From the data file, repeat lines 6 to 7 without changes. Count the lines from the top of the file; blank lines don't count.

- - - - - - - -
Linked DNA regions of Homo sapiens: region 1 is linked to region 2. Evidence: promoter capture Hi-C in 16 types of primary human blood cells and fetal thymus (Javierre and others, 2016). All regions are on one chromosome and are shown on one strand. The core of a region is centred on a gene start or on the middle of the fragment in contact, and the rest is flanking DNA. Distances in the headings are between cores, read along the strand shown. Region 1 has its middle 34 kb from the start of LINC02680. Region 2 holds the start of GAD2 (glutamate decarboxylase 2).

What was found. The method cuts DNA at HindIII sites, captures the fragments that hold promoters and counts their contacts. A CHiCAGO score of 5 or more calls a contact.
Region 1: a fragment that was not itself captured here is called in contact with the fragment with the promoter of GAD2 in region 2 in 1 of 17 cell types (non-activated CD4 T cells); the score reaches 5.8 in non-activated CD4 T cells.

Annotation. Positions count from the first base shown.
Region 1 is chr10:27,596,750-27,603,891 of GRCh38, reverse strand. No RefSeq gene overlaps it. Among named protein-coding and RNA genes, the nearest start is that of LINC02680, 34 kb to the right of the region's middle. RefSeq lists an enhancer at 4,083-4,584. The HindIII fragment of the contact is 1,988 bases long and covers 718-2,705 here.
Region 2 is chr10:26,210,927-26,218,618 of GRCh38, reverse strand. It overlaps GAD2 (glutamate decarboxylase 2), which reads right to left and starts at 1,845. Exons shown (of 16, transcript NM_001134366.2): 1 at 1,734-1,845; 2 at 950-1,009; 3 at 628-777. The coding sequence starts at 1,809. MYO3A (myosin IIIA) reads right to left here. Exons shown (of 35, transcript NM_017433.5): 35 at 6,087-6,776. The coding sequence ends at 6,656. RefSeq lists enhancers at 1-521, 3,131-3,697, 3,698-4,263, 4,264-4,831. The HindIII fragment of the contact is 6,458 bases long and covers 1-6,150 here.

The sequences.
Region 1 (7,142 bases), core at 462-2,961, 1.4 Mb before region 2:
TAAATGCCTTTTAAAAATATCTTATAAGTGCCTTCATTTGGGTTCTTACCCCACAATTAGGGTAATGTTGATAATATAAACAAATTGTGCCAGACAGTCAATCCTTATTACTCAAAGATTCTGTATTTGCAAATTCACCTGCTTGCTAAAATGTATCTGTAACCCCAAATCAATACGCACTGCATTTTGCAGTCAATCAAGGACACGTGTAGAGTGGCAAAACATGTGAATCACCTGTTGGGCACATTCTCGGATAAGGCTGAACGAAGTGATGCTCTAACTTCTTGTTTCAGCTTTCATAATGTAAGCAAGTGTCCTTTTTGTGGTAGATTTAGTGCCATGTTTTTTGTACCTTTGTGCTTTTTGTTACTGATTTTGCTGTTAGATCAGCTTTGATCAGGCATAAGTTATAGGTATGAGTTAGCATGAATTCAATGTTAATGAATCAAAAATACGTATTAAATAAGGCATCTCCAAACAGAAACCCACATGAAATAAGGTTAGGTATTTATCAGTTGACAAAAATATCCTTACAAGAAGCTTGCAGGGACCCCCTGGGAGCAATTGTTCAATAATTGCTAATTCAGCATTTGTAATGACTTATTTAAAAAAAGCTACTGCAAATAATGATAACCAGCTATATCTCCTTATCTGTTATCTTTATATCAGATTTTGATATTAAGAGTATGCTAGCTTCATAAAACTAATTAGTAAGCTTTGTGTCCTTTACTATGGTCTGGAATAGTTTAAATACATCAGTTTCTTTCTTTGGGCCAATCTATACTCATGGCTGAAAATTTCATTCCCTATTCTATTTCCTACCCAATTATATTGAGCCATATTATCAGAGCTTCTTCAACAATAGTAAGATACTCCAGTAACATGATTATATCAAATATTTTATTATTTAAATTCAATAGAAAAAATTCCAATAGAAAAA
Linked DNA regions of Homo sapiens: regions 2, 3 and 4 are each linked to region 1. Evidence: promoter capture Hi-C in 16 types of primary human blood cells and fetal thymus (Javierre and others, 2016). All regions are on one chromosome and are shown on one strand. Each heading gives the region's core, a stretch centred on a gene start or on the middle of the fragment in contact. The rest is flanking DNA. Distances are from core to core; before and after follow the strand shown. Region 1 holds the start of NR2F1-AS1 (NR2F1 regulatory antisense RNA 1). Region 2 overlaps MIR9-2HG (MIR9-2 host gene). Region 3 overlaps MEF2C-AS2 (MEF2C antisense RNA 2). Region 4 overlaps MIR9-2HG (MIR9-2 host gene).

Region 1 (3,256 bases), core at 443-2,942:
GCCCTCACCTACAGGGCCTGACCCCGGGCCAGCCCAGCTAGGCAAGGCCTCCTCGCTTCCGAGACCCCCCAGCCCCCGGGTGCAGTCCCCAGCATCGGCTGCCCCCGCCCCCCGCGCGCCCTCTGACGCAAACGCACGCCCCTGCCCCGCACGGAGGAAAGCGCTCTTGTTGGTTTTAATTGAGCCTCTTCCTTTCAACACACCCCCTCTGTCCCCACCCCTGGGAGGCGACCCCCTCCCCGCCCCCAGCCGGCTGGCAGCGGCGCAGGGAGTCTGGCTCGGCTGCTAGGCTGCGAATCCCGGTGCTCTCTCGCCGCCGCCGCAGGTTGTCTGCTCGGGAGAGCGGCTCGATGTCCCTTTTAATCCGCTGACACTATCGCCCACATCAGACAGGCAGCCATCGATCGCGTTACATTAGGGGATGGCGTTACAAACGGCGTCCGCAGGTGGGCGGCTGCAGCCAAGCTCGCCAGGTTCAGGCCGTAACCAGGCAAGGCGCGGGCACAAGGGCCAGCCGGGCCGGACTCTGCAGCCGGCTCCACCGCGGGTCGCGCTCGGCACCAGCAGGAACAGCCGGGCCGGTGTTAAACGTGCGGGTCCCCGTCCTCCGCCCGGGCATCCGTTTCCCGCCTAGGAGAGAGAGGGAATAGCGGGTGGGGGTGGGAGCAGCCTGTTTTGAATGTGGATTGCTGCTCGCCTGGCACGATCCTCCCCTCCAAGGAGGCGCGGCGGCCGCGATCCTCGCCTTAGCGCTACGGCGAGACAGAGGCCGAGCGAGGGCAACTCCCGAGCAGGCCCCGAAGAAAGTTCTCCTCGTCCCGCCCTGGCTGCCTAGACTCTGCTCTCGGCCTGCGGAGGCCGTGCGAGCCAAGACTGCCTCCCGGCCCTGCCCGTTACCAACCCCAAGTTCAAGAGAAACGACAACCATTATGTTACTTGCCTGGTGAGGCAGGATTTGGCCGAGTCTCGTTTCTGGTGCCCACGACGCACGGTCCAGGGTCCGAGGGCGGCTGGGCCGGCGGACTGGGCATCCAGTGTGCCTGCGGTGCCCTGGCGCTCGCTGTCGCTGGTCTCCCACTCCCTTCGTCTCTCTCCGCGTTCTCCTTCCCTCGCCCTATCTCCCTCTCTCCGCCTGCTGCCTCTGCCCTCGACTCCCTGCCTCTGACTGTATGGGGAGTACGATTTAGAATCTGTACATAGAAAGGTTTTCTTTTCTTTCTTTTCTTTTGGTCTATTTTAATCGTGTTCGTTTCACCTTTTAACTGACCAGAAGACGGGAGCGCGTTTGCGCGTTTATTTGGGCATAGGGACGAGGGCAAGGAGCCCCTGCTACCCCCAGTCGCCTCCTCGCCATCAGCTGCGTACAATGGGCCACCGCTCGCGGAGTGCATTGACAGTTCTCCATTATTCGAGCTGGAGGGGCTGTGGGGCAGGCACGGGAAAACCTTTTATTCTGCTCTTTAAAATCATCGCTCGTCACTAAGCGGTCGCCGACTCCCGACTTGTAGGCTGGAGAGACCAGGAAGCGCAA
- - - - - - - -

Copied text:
Region 2 is chr10:26,210,927-26,218,618 of GRCh38, reverse strand. It overlaps GAD2 (glutamate decarboxylase 2), which reads right to left and starts at 1,845. Exons shown (of 16, transcript NM_001134366.2): 1 at 1,734-1,845; 2 at 950-1,009; 3 at 628-777. The coding sequence starts at 1,809. MYO3A (myosin IIIA) reads right to left here. Exons shown (of 35, transcript NM_017433.5): 35 at 6,087-6,776. The coding sequence ends at 6,656. RefSeq lists enhancers at 1-521, 3,131-3,697, 3,698-4,263, 4,264-4,831. The HindIII fragment of the contact is 6,458 bases long and covers 1-6,150 here.

The sequences.